This past weekend I had the privilege of capturing the new work of six inspiring San Francisco Bay Area choreographers as the official photographer for ODC’s 69th dance pilot program. Because the six pieces differed substantially in their style, content, dance technique, lighting, and staging, this dress rehearsal shoot makes a good case study in live performance capture techniques. In today’s post I share some favorite images of each of the pieces along with some brief notes about how they were made.
“Ofrenda” by Carmen Roman:
Performing arts photography need not always show the performers. Sometimes it adds depth to a performance capture to include some images of costumes, props, venue, or lighting without the performers. This image shows the altar-like centerpiece, including the Peruvian folkloric masks, before the dancers entered.
This piece was performed outdoors on the street in front of the theater. It was natural to use some street photography techniques, such as waiting for the people to interact with the setting in an interesting way.
Because it was held in near-darkness, I had to use some flash to capture the piece. In these situations, I use an off-camera speedlight, handheld, and attached to the camera with a flash cord. I nearly always dial down the flash output by one stop so the lighting appears more natural.
“work/force” by Katelyn Hanes:
Try to capture moments when dramatic tension peaks. In this image, the viewer can feel the conflicting pull that is central to the piece. Using a fast shutter speed is essential with fast-moving performances, and since lighting is usually dim and available light must be used with no supplemental lighting, it is helpful to use a fast prime lens at a wide aperture and a high ISO setting on the camera.
In post-processing, I look for aspect ratios that best tell the story for each image. Sometimes that means changing from a landscape to a portrait orientation or vice-versa, and/or cropping to a non-standard aspect ratio.
“Engineering Ephemeral” by Alexandre Munz:
“Interbeings” by Carly Lave:
This piece treated the interaction between a human and an artificial intelligence, so I wanted to document their initial encounter. The dramatic lighting of a single spotlight splits the frame into portions of light and shadow. To capture the image I had in my mind, I had to move to the center of the stage (made possible because this was a dress rehearsal, not a live performance with an audience) and to lie down on the floor to get a low shooting angle.
Most of the time, performing arts images should be tack-sharp, but for artistic effect it is sometimes desirable to give a sense of the motion by blurring the performer using a slow shutter speed. To make this image, I switched to a slower ISO setting and a narrower aperture in order to obtain a very slow shutter speed (1.6 seconds). Because it was shot handheld, I had to hold the camera very steady so as not to blur the background too much.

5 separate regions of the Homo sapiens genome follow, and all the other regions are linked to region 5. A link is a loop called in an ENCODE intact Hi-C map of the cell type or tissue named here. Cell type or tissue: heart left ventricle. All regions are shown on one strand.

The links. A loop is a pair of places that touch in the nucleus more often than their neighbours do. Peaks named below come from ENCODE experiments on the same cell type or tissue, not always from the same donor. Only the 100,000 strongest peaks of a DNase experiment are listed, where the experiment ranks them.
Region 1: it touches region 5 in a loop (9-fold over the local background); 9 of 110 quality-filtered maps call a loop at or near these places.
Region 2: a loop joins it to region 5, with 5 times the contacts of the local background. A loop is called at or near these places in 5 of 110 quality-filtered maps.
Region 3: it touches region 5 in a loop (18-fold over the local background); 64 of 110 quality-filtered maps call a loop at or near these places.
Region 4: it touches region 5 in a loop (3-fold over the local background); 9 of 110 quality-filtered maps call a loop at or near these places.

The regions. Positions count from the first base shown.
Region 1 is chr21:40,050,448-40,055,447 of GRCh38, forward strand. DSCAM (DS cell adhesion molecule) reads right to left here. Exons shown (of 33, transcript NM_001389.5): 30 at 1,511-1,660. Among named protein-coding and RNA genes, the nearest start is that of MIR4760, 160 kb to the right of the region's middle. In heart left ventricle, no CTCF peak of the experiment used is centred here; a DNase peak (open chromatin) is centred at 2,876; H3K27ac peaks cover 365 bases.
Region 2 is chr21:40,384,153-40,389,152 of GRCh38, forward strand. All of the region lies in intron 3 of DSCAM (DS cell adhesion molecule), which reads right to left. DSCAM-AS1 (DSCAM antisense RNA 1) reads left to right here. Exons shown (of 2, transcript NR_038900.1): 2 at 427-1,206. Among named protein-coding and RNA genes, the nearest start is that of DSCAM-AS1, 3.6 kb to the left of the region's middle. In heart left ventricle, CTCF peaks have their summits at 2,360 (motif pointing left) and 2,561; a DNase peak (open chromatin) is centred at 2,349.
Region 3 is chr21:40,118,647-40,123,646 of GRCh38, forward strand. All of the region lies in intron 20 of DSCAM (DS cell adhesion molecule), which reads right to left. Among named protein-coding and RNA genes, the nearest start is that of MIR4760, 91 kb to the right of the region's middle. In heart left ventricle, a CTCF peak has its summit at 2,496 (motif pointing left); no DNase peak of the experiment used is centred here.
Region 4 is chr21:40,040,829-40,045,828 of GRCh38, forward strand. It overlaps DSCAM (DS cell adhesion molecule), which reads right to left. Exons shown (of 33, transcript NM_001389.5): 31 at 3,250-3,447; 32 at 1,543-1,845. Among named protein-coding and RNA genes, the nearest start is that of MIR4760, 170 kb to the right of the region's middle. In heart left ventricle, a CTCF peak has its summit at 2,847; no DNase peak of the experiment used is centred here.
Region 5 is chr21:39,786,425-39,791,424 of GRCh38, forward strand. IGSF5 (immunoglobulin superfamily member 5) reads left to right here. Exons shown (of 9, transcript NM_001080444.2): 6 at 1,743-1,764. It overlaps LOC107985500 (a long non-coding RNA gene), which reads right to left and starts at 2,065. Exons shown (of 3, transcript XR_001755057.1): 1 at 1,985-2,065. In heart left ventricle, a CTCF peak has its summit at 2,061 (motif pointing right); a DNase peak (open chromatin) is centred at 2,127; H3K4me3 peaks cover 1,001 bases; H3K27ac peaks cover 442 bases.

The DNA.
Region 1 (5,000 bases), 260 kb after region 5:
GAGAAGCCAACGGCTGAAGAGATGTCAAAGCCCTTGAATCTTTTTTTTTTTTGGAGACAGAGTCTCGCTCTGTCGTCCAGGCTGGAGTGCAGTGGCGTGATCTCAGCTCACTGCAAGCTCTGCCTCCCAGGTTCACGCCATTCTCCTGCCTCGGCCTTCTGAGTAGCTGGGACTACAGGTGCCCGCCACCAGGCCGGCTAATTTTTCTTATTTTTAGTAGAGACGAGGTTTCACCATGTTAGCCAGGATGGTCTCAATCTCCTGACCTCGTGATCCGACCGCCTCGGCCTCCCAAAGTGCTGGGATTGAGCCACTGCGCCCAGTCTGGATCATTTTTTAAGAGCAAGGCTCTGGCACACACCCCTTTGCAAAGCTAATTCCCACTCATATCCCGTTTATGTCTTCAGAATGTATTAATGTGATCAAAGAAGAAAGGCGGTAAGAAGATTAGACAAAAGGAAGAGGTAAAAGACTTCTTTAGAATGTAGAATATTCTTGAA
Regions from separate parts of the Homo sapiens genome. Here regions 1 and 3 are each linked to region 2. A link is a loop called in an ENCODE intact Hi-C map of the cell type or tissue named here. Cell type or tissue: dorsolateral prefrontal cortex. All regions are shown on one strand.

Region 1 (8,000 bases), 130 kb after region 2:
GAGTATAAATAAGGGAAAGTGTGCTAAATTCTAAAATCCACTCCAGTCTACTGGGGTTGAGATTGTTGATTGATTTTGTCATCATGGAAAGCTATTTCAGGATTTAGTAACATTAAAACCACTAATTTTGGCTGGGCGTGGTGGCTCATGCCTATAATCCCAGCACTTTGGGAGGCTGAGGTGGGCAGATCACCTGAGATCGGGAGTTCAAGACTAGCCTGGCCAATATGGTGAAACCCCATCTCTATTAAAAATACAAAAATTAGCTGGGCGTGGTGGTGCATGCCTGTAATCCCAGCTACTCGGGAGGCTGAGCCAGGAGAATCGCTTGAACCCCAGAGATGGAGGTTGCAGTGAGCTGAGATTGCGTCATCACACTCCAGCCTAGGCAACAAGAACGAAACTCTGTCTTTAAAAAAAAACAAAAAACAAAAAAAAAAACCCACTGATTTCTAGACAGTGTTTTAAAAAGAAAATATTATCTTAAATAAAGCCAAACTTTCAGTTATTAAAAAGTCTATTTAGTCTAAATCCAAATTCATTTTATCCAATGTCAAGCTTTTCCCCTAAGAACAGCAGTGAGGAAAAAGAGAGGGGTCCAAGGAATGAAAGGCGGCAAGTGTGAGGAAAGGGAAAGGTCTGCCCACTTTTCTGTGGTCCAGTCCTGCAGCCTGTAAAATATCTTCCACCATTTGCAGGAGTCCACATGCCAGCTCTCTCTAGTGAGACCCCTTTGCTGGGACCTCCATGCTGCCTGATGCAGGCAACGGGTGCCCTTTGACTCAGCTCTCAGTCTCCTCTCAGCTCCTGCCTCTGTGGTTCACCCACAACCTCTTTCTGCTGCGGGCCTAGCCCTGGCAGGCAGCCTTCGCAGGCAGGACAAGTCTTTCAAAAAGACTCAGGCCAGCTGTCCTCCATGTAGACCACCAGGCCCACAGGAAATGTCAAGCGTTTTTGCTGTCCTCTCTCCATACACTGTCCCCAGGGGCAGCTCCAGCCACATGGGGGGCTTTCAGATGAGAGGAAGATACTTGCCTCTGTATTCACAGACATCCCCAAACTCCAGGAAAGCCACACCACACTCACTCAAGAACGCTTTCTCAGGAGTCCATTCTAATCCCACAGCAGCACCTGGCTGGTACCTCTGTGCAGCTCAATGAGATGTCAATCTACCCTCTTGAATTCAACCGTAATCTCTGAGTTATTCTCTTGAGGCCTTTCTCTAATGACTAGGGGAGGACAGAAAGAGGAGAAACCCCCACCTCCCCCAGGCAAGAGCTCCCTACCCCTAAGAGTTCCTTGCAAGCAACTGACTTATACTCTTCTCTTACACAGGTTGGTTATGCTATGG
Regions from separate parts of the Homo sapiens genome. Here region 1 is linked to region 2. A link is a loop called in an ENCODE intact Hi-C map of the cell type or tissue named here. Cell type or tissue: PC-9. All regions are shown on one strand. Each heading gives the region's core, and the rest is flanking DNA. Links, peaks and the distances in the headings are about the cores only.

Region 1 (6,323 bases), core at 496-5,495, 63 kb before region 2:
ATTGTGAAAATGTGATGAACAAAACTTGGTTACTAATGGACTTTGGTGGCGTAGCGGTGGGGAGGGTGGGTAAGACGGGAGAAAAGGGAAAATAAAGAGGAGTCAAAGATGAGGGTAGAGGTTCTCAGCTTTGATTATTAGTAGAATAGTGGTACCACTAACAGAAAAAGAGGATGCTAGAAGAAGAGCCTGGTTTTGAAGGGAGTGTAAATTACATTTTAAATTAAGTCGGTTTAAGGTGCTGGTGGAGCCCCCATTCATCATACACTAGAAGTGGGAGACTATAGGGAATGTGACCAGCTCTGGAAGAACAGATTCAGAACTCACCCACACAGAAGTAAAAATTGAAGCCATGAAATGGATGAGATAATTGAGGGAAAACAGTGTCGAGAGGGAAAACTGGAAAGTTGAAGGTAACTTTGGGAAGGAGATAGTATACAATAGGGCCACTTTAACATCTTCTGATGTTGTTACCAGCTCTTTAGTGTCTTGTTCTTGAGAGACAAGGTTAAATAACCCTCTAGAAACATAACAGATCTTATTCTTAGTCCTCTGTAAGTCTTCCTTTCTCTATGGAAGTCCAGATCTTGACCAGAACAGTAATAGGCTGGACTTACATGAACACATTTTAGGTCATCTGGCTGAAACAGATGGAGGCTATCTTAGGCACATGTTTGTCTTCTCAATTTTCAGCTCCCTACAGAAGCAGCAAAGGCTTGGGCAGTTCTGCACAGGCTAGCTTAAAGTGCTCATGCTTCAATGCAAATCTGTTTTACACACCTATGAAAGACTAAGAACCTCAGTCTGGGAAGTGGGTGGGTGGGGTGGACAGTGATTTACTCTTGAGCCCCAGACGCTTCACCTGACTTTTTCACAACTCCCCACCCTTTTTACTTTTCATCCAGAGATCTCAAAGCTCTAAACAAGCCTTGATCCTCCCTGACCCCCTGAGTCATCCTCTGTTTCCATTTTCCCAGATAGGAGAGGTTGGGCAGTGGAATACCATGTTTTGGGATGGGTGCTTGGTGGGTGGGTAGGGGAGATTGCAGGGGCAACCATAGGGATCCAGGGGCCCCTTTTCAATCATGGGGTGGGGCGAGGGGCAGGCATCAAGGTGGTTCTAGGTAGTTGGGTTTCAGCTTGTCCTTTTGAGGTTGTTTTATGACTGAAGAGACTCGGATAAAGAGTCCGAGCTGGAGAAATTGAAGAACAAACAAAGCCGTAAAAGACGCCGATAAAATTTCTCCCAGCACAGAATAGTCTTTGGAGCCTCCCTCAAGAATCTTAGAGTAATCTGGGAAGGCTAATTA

“Confab” by Arina Hunter:
I’ve worked with Arina several times before and so I have a good feeling for her style. To capture her new piece, I knew I’d need to have two camera bodies at the ready, one with a 50mm lens and the other with an 85mm lens, so that I could switch between expressive close-ups and exciting action shots. This image hightens the drama by combining a moment of tension with beautiful lighting and a clean black background.
The best technique for capturing exciting, fast-moving performances is to shoot plenty of images. I shot a series of images in rapid succession to catch this perfect moment in one of them. A very fast shutter speed is required, so I used a high ISO setting and a fast prime lens at a wide aperture.
Arina’s gestures and facial expressions are varied and compelling. To obtain this personal perspective, I shot from her level flat on the floor, and to ensure sharp focus on her whole body I used a moderate aperture setting (f/2.8), requiring a very high ISO setting (6400).
“ReeLs” by Dana Genshaft:
It can be a challenge to capture multiple dancers moving rapidly in a small space. Rather than always compose so that the performers are all lined up in a single row like a picket fence, I like to compose images where they are layered. This image creates a sense of the tension between the dancers by showing the foreground dancer in fast motion, slightly blurred, offset against the background dancers in an instant of stasis.
So, there you have it. It was a true joy documenting this ODC dance pilot program and getting to know the talented choreographers and dancers. I’ve described a number of different techniques that can be used, among others, to capture images as vibrant and varied as the performers themselves.
Now it’s your turn. Please share your favorite techniques for capturing live performances at home or while traveling.
Remember that you can see any of these images in a larger size on my website by clicking on them and that they all are available for purchase there.
Want to read more posts about photographic techniques? Find them all here: Posts about techniques.